Austin Mike – Staff Writer
Throughout the course of the Cultural Understanding and Language Proficiency (CULP) mission, I have gained a significant amount of knowledge on Montenegro, its people and their way of life.
Located in Southeastern Europe, I was able to see how Montenegro differs in comparison to the United States. By having the privilege to experience another culture, this will greatly benefit my training, learning, and growing as a future officer in the U.S. Army.
Learning and accepting differences in cultures and beliefs teaches a good officer to become strong by displaying tolerance for all citizens, soldiers and fellow officers.
Perhaps the biggest difference between its cultures was its emphasis on the treatment of labor and relaxation. The U.S. tends to focus on the productivity and outcomes from labor, and can sometimes lose sight of the people performing tasks. Seeing how the Montenegrins’ army places a higher emphasis on not rushing and taking time to complete a task has made me value other cultures even more.
I have also realized that a society can function even if it is not the same as my own society. As a future officer and leader, this experience and knowledge will make it easier when being deployed, utilizing local/foreign armies and resources by building a more personable relationship with the armies and not allowing ignorance or biases cloud my judgment and leadership.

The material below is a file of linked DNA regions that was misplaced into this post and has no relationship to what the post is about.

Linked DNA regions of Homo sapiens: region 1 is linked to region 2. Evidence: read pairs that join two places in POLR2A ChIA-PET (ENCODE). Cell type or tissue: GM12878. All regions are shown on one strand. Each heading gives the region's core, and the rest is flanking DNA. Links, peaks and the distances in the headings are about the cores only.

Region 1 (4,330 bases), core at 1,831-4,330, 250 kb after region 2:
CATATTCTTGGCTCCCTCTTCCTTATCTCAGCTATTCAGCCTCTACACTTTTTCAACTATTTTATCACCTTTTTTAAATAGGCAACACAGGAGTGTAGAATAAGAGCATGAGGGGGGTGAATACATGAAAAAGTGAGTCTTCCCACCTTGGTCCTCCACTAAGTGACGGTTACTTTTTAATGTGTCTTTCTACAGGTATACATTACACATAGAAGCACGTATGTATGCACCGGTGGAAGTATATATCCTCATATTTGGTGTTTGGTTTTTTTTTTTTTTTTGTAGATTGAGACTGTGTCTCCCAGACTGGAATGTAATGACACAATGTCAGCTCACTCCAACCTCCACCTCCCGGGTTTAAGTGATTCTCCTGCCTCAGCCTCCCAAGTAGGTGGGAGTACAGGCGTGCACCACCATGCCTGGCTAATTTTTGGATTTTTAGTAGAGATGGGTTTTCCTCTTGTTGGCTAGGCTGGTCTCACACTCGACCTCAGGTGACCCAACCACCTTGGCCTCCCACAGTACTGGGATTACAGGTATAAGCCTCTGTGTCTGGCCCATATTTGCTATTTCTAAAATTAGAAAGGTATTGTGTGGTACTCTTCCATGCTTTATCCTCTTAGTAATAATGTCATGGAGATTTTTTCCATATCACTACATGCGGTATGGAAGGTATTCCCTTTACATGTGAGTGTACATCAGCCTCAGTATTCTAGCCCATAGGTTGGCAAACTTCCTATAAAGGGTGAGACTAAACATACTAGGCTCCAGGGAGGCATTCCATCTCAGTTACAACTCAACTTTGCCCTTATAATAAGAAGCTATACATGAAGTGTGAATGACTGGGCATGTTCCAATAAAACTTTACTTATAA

Additionally, Montenegro takes an alternate approach when completing a mission that is not as bound by a specific time line. Having a general approach to a time line seems to allow for the mishaps that happen, naturally affecting even the most well thought out plan.
Witnessing this firsthand, I believe this gives me an edge as a future officer in knowing the pros and cons of each style. I will be able to incorporate my soldiers’ well-being into decision making and planning of a mission in order for the best outcome. It is always important to have your soldiers strong and alert so they can be confident when completing the mission.
All in all, this CULP mission has taught me more than my previous ROTC experiences; it has taught me about another culture, how other armies function and most importantly, acceptance and tolerance of all people different than myself and my teammates.
Numerous officers perform adequately, complete missions successfully and do what needs to be done, but few possess the knowledge and appreciation of other cultures, which can and will be crucial in times of deployment and missions.
Opportunities such as the various CULP missions should continue to be offered to ROTC students across the U.S., because the knowledge obtained from the culture of your assigned country is priceless and will help ROTC students become the great officers that they train so vigorously to be.
I, along with my other CULP teammates, can now excel and maintain the U.S. Army’s reputation of being the most advanced and disciplined army in the world.